“The only thing inappropriate and biased is your continued fixation on writing elitist clickbait trying to attack qualified professionals committed to serving their country.”
Now that’s a “Trump thing”.
The $666-Billion Deficit
The Treasury just announced the Federal Deficit for Fiscal Year 2017 (which ended in September) is an uncannily appropriate $666-billion dollars. (If the graphic is too small to read on your phone, the original Treasury doc is here.)
Forbes extrapolates into the current fiscal year and finds it won’t be much of a stretch for the budget deficit to exceed $1-trillion (even more if Trump’s projections for economic growth don’t hold).
Forbes also points out that Obama ran trillion dollar deficits during his first few years in office. But that was the result of lost revenues from the 2008 economic crisis, and increased spending to get out of that crisis. Not just to show off.
Remember also that financial crisis was triggered by deregulation in the banking and brokerage industries: trusting that they would act with restraint, and self-police, which they didn’t. Trump wants to deregulate that industry again: doing away with many of the rules put in place after the banks and brokerages acted so badly.
What’s Happening With Health Care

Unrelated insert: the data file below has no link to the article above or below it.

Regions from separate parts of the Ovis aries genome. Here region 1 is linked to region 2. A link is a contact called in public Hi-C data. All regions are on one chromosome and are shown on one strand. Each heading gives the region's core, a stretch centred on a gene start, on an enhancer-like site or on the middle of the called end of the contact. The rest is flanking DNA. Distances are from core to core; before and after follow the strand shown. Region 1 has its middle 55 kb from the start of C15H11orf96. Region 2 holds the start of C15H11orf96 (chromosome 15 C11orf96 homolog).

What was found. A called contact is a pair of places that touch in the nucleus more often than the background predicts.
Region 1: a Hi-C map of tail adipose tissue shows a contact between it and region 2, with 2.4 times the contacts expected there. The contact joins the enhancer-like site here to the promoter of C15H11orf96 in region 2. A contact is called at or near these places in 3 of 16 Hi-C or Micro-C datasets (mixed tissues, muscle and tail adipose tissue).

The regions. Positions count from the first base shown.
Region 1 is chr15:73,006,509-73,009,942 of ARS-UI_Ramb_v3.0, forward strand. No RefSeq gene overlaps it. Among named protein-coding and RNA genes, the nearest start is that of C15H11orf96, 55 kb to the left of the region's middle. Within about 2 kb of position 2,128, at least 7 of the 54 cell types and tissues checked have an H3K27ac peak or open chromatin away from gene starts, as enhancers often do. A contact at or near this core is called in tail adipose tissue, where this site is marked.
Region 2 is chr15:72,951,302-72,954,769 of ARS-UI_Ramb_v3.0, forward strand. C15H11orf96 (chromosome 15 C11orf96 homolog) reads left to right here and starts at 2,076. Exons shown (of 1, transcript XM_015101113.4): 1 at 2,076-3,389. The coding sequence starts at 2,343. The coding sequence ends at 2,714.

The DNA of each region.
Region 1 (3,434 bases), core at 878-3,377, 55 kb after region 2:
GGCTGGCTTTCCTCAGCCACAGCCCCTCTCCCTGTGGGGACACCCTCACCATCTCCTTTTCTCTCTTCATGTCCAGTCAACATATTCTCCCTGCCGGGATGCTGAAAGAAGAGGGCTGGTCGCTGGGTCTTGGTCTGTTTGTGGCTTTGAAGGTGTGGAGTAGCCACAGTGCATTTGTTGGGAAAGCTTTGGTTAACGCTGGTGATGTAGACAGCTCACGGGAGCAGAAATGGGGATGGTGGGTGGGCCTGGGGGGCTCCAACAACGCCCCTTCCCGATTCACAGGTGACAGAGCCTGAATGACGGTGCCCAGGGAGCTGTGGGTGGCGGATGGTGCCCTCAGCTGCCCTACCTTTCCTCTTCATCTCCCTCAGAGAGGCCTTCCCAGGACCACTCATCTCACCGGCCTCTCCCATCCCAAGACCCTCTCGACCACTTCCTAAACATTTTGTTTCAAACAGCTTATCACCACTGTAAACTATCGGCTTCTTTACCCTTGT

Majority Leader Mitch McConnell this weekend said he is willing to bring the Alexander/Murray proposal to stabilize Obamacare to the Senate floor for a vote. But there’s a catch: he’ll only do it if Trump promises he’ll sign if it passes. We did the math for you last week showing it does have the votes: if all Democrats vote in favor, plus the 12 Republican co-sponsors, it’ll have the 60 it needs to pass in the Senate.
So a quick recap of what’s in that proposal:
- Resumption of the cost-sharing payments Trump cut off that help poor people pay for out-of-pocket medical expenses
- An additional layer of Obamacare coverage: so called “Copper” plans that would cover less and cost less than the Gold, Silver and Bronze plans now available.
- Lower hurdles for states that want to offer their own plans
The White House in recent days has been saying it wants to add a 4th item: removal of the government mandate requiring that everybody buy insurance. Of course if that happens, the measure will lose most if not all its support from Democrats.